As the euphoria wears off, things start to hurt. My knee, which has been bothering my for a long time, is aching, in spite of a generous helping of Vitamin I (ibuprofen). My legs don't ache so much, but I feel like they will the next day. My upper back muscles ache, and both knees feel like they have IT band soreness. I'm coughing and trying to convince my chest cold to stay in remission. Above all, I’m questioning my sanity in attempting such an event, but less than 24 hours later, I’m already planning my next brevet.

Wednesday, December 8, 2010

Life as it now stands.

Well Charlotte is 7 weeks old tomorrow. The last seven weeks have been pretty good. There have been a few long nights but really only about enough for one hand. There have been a few frantic moments as I try to figure how to keep the baby nursing, get the phone and get Jonathan off of something high and unstable all at the same time. I think I probably just stuck with nursing the baby. There have been a few nights of, "let's just get them to bed." All in all though, things are going really well.

Last week I ran a couple of times and while I was slower than molasses, I was outside running. Wahoo! It was so nice. The weather has cooled off and I love it. We've made cookies and candy for Christmas and we can't wait for that to get here. I have another sewing project I'd like to finish for Christmas but I think it might require more brain power than I can give it right now. I'm learning to take things as they come and live more on the, go with the flow side of life.

Charlotte is getting on a bit of a schedule. It fluctuates by about 30 minutes in either direction but pretty reasonable. She's smiling more and more everyday. I can almost get on on cue now. The kids love her and Hannah has become mini me where her brother and sister are concerned. Today I weighted Charlotte and she's about 11.2 lbs. She sure is growing. Monday we go in to the doctor and we'll see what the official measurement is.

Thursday, November 18, 2010

The story . . .

After I had Hannah, if anyone would have asked if I would ever be induced again my answer would have been no way. It was no fun. Labor itself isn't any fun but being stuck in a hospital bed for who knows how long without really being able to work through labor isn't really how I pictured Charlottte's birth and yet, that is how it happened. I even had the choice to do it or not.

So Charlotte was induce a week early. The reason, probably mostly because my doctor was due four days after me and feeling very sympathetic to my end of pregnancy lack of patience. The other, my babies are big. Hannah was 9 lbs 6 oz. and Jonathan was 8 lbs 13 oz, and he was 10 days early.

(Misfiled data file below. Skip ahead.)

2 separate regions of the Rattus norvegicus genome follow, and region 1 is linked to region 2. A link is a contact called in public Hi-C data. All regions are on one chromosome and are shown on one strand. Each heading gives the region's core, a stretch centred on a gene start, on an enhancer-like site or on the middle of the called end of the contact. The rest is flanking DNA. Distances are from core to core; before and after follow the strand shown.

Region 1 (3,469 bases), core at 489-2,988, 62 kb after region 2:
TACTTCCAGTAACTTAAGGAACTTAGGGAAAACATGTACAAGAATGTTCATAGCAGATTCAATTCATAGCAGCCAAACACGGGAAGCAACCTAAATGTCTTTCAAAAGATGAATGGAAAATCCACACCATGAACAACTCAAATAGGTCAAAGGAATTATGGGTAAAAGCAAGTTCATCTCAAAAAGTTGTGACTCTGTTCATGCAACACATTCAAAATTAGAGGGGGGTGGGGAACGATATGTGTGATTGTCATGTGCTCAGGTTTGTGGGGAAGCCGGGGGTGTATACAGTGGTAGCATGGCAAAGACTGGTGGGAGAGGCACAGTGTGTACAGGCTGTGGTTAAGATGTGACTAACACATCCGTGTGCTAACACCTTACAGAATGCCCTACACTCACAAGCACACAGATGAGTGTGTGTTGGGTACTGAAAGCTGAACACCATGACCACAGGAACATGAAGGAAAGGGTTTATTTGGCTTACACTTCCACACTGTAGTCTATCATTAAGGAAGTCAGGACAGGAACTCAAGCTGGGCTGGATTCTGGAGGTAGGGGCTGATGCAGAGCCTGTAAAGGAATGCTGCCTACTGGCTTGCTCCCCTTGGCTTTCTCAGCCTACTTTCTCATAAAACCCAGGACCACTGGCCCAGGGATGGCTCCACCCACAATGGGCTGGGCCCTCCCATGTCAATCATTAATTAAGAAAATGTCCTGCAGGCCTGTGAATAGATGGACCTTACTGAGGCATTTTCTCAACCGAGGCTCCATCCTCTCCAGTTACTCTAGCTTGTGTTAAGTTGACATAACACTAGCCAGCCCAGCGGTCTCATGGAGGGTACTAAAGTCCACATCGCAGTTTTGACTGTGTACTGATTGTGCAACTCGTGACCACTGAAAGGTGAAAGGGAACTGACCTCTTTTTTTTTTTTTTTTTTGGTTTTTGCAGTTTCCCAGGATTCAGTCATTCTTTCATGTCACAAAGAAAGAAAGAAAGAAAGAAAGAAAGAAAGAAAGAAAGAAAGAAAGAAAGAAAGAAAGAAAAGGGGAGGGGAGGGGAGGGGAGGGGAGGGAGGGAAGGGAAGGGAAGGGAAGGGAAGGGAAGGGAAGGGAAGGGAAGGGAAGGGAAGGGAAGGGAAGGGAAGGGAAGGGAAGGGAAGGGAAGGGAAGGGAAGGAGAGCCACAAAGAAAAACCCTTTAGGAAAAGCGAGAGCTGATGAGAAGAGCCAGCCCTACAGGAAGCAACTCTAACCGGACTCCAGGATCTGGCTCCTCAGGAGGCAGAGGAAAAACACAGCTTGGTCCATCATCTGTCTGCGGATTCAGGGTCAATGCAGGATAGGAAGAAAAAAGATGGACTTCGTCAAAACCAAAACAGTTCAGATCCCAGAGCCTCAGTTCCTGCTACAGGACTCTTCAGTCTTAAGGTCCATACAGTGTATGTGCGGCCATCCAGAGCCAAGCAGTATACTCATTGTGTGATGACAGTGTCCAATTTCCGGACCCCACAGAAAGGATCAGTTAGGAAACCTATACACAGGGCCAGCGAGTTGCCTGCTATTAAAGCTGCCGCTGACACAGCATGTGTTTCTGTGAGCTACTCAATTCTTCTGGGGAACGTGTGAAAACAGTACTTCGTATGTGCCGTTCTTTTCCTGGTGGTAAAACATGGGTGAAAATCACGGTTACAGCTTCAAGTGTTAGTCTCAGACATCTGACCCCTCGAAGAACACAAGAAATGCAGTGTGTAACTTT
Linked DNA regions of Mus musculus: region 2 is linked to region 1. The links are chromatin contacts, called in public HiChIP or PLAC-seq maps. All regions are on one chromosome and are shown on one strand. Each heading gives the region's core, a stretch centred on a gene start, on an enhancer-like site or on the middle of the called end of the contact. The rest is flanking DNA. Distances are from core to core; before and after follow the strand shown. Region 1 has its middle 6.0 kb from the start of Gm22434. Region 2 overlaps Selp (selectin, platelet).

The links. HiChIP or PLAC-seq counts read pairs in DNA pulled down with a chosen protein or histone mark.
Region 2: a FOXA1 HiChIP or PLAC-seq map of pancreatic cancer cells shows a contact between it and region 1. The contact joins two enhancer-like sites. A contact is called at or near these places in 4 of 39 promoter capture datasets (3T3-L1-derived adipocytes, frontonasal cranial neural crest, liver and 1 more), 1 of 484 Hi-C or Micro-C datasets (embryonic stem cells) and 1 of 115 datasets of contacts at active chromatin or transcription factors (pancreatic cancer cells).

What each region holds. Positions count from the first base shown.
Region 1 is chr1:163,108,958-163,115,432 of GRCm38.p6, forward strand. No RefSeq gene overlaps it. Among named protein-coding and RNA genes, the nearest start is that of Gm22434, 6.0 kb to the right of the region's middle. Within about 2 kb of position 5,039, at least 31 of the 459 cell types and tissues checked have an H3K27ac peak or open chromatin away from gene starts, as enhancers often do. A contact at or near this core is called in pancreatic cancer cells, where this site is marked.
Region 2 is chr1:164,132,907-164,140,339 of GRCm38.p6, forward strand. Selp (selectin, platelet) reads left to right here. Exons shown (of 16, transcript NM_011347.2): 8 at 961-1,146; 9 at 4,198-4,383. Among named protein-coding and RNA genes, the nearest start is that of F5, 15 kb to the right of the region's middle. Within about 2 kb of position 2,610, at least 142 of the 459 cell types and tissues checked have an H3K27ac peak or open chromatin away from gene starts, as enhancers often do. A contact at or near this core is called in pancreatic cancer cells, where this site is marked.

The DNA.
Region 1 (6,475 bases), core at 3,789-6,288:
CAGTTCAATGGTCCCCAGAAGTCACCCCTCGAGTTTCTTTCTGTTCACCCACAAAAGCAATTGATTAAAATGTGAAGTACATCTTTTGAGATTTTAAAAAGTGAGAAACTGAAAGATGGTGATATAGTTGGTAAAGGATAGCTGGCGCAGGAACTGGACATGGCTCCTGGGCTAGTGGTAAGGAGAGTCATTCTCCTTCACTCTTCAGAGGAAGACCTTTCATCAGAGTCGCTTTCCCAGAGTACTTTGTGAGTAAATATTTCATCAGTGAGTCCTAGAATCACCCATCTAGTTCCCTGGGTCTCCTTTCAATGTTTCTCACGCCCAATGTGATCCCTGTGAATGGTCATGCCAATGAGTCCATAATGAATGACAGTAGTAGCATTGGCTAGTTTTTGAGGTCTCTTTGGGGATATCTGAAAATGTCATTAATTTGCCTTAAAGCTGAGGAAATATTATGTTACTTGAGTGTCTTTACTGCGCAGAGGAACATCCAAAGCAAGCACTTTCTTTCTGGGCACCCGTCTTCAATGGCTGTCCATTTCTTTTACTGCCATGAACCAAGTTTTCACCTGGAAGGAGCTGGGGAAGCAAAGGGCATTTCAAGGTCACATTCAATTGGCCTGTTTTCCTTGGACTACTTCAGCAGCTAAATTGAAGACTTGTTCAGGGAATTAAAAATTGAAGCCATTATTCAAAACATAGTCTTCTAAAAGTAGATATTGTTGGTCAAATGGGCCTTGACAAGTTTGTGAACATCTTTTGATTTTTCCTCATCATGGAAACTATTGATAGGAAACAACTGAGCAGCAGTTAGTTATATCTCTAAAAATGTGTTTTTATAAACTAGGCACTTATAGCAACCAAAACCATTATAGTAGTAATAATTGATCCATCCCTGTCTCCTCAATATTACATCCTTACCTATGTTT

So, Thursday, October 21, I got up early to get a shower and spend a few quiet moments by myself before we went to the hospital. My induction was scheduled for 9 am. at about 6:45 we got a call from the hospital telling us to sit tight. I decided to make some yummy muffins. Just as I was getting the muffins into the oven at 8:15 the hospital called back and said to come on in at 9. I didn't get to enjoy any warm muffins. I was really disappointed.

We waited a bit in the hospital. Apparently, there quite a few little ones who decided the 21st was a good day to get here. By 10 my nurse had start my pitocin and antibiotics and then we just waited and waited and waited. I really expected things to move pretty quickly but they didn't. I had come in dilated to about a 3 and about 60% effaced. By noon I wasn't any more dilated and only 15% more effaced.

Around 12:30 or 1 my contractions started requiring a bit of concentration but weren't really terrible. My doctor came in at 1 and nothing had really changed. By 2 my contractions were requiring a lot of concentration and I didn't know how I was going to get through it but I was determined not to get an epidural. By that time I was dialted to 5 cm and I just couldn't bear the thought of still having halfway to go. Finally, I just thought why? Why go through this pain when I don't have to? I'm ok with hospitals and medicine. I don't have to prove anything to anyone. So, I got my epidural about 2:30. The nurse waited a bit to put in the catheter.

By then my contractions had ramped up enough that I didn't really think the epidural was very effective. After the nurse put in the catheter, I started to have some really acute pain, I thought was the catheter. Everyone thought that once my contractions got really strong I would have Charlotte really fast so everything was ready and doctor had said that if I felt anything odd or noticed any difference to let the nurse know. I told her about the pain and she figured it was the baby and checked me.